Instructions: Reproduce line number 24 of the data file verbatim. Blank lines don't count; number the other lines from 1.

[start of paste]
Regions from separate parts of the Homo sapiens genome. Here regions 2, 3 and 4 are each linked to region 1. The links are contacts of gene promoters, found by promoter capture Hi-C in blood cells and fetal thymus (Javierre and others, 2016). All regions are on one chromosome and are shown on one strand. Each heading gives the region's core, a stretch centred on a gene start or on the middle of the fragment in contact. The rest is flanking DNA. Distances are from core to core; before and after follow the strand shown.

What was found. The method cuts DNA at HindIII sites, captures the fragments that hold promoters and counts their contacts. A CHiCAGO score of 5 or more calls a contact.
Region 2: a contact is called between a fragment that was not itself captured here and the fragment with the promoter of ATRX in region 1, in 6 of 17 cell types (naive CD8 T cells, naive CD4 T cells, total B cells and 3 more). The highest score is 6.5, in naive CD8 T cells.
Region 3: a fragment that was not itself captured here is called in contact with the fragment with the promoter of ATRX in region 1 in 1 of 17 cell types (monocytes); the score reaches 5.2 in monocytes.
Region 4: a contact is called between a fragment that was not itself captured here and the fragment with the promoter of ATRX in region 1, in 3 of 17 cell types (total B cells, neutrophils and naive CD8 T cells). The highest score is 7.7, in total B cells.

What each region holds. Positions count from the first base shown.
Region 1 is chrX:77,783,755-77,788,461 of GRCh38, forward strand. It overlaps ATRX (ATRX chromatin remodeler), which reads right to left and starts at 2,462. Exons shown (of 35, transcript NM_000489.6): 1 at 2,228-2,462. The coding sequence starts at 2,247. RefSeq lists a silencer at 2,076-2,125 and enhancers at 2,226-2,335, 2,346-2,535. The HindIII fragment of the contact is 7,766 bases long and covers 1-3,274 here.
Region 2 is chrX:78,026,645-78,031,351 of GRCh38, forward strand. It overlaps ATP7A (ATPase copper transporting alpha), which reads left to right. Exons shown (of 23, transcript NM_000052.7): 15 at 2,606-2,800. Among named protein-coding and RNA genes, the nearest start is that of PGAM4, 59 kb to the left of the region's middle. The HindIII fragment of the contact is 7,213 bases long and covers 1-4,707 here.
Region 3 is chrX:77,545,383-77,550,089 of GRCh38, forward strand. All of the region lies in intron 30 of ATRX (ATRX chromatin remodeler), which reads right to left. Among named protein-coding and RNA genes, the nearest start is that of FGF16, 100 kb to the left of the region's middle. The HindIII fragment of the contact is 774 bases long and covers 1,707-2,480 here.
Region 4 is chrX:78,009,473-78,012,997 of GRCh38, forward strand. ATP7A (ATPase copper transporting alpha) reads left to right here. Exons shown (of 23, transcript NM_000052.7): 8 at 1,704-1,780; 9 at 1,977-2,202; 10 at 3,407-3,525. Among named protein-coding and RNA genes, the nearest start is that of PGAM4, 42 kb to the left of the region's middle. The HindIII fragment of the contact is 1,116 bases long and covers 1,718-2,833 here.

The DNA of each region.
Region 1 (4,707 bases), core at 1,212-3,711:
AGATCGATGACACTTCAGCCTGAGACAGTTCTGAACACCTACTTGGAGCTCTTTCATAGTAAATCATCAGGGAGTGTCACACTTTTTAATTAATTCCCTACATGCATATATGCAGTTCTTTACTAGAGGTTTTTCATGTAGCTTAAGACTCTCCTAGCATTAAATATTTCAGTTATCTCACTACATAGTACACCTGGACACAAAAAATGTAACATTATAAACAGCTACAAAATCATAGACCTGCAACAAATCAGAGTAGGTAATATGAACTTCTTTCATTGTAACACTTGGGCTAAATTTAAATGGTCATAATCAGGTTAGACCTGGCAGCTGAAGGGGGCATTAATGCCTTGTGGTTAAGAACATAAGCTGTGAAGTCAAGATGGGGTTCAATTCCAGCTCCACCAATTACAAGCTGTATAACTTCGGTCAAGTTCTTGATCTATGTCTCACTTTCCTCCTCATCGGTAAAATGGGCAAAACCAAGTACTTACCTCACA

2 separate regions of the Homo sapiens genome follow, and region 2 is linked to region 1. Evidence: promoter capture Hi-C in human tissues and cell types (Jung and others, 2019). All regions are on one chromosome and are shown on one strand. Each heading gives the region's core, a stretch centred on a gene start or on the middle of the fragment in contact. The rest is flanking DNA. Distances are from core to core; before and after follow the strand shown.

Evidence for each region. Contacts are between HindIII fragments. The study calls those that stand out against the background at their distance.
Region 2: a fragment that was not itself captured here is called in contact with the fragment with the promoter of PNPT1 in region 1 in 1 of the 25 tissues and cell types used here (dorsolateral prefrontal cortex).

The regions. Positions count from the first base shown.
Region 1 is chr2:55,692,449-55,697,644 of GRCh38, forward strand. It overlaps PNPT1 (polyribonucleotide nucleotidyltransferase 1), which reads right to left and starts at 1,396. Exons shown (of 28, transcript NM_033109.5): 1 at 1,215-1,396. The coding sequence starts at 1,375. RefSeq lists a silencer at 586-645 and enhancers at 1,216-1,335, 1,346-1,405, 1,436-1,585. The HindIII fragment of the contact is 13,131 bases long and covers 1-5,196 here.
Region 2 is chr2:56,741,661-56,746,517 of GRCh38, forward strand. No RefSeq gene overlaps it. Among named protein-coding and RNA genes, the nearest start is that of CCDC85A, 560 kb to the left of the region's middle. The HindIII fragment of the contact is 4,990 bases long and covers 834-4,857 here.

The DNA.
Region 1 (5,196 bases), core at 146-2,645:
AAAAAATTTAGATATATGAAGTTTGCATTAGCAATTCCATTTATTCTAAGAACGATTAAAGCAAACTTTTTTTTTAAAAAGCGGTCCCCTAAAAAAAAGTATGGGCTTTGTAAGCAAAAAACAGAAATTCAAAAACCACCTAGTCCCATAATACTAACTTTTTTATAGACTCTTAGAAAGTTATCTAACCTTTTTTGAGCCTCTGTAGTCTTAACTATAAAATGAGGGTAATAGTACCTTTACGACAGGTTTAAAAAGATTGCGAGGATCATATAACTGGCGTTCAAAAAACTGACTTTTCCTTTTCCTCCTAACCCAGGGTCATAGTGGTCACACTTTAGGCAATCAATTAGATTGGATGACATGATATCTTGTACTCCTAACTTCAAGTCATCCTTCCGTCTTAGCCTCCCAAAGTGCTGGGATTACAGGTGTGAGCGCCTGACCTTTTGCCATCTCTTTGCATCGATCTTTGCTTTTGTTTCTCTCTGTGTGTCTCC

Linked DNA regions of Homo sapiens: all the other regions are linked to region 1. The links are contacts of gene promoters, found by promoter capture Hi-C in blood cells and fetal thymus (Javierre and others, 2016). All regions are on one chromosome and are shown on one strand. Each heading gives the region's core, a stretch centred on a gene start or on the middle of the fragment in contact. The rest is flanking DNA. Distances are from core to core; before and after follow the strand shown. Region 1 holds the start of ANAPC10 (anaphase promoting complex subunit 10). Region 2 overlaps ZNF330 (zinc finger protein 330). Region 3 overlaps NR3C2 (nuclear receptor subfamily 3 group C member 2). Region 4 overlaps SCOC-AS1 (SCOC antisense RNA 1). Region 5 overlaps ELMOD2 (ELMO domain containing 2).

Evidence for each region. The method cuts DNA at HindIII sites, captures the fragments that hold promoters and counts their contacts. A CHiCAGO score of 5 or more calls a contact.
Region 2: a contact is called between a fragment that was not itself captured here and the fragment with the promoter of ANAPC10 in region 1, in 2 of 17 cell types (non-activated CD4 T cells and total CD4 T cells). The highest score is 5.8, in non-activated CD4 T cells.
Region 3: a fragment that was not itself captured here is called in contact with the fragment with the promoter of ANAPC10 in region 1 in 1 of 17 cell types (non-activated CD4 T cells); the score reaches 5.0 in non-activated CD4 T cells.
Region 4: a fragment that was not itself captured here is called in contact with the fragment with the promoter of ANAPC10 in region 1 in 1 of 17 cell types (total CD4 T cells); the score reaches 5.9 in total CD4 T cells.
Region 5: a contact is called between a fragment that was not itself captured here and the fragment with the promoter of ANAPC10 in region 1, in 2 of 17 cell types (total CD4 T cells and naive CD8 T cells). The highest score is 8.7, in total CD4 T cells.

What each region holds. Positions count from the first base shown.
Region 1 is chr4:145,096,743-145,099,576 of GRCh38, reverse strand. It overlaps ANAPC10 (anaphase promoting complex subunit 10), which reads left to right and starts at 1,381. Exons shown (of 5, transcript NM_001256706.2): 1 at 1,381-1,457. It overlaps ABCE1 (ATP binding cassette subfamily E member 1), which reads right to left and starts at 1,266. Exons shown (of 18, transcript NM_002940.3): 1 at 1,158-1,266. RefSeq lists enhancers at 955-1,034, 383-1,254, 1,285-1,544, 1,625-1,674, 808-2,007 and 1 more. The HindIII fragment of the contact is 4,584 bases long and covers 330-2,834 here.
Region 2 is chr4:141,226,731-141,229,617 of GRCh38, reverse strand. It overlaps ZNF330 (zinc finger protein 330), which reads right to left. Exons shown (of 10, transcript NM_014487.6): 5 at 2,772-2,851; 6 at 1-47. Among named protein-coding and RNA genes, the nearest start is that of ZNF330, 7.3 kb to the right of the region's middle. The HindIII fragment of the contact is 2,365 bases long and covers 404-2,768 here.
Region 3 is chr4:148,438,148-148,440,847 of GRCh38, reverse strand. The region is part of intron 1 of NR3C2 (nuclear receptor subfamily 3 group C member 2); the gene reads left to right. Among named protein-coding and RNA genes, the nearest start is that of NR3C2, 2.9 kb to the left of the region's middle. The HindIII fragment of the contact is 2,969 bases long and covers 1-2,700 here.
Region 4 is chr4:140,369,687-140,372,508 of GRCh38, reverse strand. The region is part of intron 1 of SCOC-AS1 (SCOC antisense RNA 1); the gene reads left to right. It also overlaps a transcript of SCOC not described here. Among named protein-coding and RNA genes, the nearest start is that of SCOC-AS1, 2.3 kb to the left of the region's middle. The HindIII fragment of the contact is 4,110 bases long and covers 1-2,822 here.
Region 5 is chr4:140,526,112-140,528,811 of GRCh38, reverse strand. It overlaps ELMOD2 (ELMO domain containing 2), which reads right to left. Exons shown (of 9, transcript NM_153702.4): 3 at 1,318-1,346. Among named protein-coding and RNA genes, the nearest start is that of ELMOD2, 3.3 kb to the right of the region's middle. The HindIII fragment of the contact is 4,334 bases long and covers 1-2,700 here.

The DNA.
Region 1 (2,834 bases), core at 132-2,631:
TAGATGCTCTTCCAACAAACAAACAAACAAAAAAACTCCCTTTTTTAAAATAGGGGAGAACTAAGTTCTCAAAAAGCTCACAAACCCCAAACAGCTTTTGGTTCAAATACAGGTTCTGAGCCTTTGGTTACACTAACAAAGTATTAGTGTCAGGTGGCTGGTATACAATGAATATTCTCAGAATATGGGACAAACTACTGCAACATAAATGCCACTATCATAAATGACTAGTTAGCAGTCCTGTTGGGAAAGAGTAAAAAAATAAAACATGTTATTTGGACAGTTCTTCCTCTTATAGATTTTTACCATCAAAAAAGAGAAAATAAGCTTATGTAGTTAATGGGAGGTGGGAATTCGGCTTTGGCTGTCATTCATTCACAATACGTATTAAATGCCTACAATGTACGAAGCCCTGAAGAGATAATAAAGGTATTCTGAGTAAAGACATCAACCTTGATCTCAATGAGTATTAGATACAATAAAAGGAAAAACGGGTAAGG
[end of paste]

Evidence for each region. The method cuts DNA at HindIII sites, captures the fragments that hold promoters and counts their contacts. A CHiCAGO score of 5 or more calls a contact.